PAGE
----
JumpStart # 50 – User Secrets in ASP.Net Core

Most of the time we maintain project specific confidential credentials like Database connection strings, passwords etc., in configuration files. This sensitive information will be pushed to source version control servers like Team foundation server with regular check-ins. This is a bad practice because the sensitive information will be at risk (especially in case of public repositories). In this jumpstart, we are going to see how to use User Secret Manager Tool of .Net Core which provides a way to store sensitive data outside code files.


  1. Secret Manager Tool is not recommended to manage sensitive information on production servers. It is only recommended for development machines.
  2. Secret Manager Tool will maintain specified secrets in a JSON file under %APPDATA% folder on local machine.
  3. Information stored using this tool is not encrypted.
  4. Secret Manager Tool keys will override all the matched keys specified in appSettings.json file (or in any other configuration file).

This tutorial is executed using below Dotnet CLI version.

NOTE: Updated this tutorial on 2/26/2017 with MSBuild based Dotnet SDK.


To get Secret Manager Tool, add the following tool to CSProj file (right click project in VS 2017 and select Edit CSProj).

  <DotNetCliToolReference Include="Microsoft.VisualStudio.Web.CodeGeneration.Tools" Version="1.0.0-msbuild3-final" />
  <DotNetCliToolReference Include="Microsoft.Extensions.SecretManager.Tools" Version="1.0.0-msbuild3-final" />

To identify user secrets uniquely for a project, we need to add a userSecretsId to CSProj as shown below.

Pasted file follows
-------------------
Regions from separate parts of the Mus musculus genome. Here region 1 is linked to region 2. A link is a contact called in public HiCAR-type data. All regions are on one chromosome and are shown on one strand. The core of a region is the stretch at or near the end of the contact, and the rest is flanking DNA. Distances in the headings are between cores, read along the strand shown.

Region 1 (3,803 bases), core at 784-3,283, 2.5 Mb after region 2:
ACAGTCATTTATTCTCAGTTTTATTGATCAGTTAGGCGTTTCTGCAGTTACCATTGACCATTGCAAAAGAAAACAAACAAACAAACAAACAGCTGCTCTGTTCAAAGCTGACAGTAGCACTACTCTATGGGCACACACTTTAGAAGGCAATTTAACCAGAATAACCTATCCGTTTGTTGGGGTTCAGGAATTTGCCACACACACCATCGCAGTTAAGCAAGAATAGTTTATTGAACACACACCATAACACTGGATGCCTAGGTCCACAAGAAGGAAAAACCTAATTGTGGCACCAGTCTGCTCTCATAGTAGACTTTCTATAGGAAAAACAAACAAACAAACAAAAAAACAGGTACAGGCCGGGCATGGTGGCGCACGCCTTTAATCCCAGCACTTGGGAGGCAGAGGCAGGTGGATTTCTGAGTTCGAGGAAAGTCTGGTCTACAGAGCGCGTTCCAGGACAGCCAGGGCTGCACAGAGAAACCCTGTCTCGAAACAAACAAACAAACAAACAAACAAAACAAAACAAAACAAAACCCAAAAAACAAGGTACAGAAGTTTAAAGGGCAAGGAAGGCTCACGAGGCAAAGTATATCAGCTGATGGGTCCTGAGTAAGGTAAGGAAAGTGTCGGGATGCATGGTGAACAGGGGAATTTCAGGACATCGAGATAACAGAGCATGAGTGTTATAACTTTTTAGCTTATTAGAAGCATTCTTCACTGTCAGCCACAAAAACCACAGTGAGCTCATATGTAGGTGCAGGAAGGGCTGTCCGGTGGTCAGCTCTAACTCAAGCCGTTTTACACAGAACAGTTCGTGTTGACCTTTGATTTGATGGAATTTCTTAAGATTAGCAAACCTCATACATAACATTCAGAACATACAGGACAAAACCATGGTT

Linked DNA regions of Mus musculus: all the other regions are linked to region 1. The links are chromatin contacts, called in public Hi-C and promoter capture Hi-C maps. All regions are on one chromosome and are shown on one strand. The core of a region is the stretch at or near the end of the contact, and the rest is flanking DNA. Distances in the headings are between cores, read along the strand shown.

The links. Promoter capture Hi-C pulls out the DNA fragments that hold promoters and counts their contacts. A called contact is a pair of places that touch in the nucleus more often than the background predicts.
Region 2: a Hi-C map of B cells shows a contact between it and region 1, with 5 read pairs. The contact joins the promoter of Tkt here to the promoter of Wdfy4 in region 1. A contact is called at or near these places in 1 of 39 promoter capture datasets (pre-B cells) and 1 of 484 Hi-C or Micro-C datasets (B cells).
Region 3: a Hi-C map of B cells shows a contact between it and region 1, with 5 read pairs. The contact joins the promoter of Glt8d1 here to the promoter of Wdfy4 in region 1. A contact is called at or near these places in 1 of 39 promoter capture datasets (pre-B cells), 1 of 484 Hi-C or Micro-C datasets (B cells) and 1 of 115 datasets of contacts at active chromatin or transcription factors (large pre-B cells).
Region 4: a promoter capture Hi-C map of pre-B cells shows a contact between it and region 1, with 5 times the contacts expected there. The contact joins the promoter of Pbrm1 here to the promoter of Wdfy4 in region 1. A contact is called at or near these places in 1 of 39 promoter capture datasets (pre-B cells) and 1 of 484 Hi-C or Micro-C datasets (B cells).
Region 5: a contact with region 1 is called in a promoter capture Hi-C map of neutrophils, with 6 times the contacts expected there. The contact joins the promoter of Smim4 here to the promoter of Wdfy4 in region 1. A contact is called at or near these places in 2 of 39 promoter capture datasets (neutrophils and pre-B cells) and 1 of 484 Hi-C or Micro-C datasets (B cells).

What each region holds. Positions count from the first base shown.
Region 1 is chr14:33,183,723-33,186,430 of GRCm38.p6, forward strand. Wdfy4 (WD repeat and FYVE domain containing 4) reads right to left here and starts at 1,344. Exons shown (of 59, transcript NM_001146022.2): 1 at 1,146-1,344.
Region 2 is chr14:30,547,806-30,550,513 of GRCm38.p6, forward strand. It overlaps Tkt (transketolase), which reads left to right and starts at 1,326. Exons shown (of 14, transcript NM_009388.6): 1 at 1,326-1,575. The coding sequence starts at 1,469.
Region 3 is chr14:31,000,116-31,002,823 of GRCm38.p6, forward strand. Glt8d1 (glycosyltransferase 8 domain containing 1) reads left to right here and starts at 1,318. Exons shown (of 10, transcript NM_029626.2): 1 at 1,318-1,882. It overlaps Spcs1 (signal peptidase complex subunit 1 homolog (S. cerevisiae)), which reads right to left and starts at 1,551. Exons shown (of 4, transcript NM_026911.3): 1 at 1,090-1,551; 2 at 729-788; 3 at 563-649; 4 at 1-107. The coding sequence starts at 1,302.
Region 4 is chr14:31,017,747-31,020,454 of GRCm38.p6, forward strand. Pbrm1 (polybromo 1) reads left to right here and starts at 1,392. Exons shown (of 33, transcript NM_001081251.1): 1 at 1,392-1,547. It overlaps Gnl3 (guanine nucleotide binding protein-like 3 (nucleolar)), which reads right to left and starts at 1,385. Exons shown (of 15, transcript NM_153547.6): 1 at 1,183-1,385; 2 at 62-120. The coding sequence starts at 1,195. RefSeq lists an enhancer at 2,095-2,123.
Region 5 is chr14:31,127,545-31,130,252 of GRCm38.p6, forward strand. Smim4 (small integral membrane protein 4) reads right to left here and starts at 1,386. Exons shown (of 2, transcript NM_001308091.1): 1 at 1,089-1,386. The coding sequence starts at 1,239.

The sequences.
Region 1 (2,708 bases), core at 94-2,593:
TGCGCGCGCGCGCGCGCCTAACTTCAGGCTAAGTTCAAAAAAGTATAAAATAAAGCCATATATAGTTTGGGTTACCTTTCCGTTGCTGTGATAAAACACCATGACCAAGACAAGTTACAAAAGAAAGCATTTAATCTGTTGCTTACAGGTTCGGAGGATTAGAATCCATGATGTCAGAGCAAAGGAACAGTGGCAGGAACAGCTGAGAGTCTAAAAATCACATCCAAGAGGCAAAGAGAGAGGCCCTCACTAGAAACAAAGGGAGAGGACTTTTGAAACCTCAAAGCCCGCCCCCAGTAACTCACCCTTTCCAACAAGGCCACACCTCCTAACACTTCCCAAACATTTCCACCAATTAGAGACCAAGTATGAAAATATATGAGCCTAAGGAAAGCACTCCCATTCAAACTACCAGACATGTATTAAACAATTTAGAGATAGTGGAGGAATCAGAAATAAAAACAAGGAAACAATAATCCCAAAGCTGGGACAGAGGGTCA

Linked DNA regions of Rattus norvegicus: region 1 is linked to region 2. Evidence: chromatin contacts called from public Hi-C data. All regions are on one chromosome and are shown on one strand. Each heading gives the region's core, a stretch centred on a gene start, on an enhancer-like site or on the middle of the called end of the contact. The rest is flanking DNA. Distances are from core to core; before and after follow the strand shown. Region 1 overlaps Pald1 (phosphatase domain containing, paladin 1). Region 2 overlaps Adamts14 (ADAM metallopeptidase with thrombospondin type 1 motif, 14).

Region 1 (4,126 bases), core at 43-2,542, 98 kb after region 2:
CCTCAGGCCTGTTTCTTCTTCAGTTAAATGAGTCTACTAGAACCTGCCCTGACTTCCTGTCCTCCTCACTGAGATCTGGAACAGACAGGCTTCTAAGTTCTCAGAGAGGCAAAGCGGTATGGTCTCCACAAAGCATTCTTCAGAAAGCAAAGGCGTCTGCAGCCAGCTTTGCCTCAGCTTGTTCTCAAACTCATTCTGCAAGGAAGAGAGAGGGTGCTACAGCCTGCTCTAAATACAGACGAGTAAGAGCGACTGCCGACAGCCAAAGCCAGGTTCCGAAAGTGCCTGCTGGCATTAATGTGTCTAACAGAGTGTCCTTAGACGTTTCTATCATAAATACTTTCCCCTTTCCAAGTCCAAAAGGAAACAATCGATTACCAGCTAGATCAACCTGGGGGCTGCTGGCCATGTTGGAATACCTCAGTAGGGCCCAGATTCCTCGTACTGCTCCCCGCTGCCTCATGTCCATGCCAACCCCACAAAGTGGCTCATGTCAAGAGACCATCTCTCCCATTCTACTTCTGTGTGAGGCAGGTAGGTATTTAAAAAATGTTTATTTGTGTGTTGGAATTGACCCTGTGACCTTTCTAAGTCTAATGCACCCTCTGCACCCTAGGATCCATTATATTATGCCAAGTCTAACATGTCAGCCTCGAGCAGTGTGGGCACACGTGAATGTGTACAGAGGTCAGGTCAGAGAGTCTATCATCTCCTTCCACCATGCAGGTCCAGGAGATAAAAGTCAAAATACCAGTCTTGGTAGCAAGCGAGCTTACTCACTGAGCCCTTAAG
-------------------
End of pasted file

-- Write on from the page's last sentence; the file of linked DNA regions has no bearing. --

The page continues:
To configure MVC Core application to use User Secrets, we need to add following package to CSProj.

  <PackageReference Include="Microsoft.ApplicationInsights.AspNetCore" Version="2.0.0" />
  <PackageReference Include="Microsoft.AspNetCore" Version="1.0.3" />
  <PackageReference Include="Microsoft.AspNetCore.Mvc" Version="1.0.2" />
  <PackageReference Include="Microsoft.AspNetCore.StaticFiles" Version="1.0.1" />
  <PackageReference Include="Microsoft.Extensions.Configuration.UserSecrets" Version="1.1.0" />
  <PackageReference Include="Microsoft.Extensions.Logging.Debug" Version="1.0.1" />
  <PackageReference Include="Microsoft.VisualStudio.Web.BrowserLink" Version="1.0.1" />

Save the CSProj and lets do a dotnet restore.


Now lets store a secret in the secret manager tools. Make sure to execute below command in context of project directory.


To access the stored secret in command line prompt, we can execute below command.


Similarly, we can remove all secret keys and values using dotnet user-secrets clear and to remove a specific key use dotnet user-secrets remove key.

To access the secret keys in MVC Core application, we need to add User Secrets in Startup class( as shown below) and add the configuration service to the project.

public Startup(IHostingEnvironment env)
    var builder = new ConfigurationBuilder()
        .AddJsonFile("appsettings.json", optional: true, reloadOnChange: true)
        .AddJsonFile($"appsettings.{env.EnvironmentName}.json", optional: true)

    if (env.IsDevelopment())

    Configuration = builder.Build();

public IConfigurationRoot Configuration { get; }

// This method gets called by the runtime. Use this method to add services to the container.
public void ConfigureServices(IServiceCollection services)

Now lets try to access the user secret in Home controller as shown below.

private IConfigurationRoot _config;
public HomeController(IConfigurationRoot config)
    _config = config;

public IActionResult Index()
    string testConfig = _config["EmailSmtpPassword"];
    return View();

Run the application from VS, when we set a breakpoint and examine the secret key value, we should see below output.


That’s it for now. Happy Coding and Stay Tuned!!!

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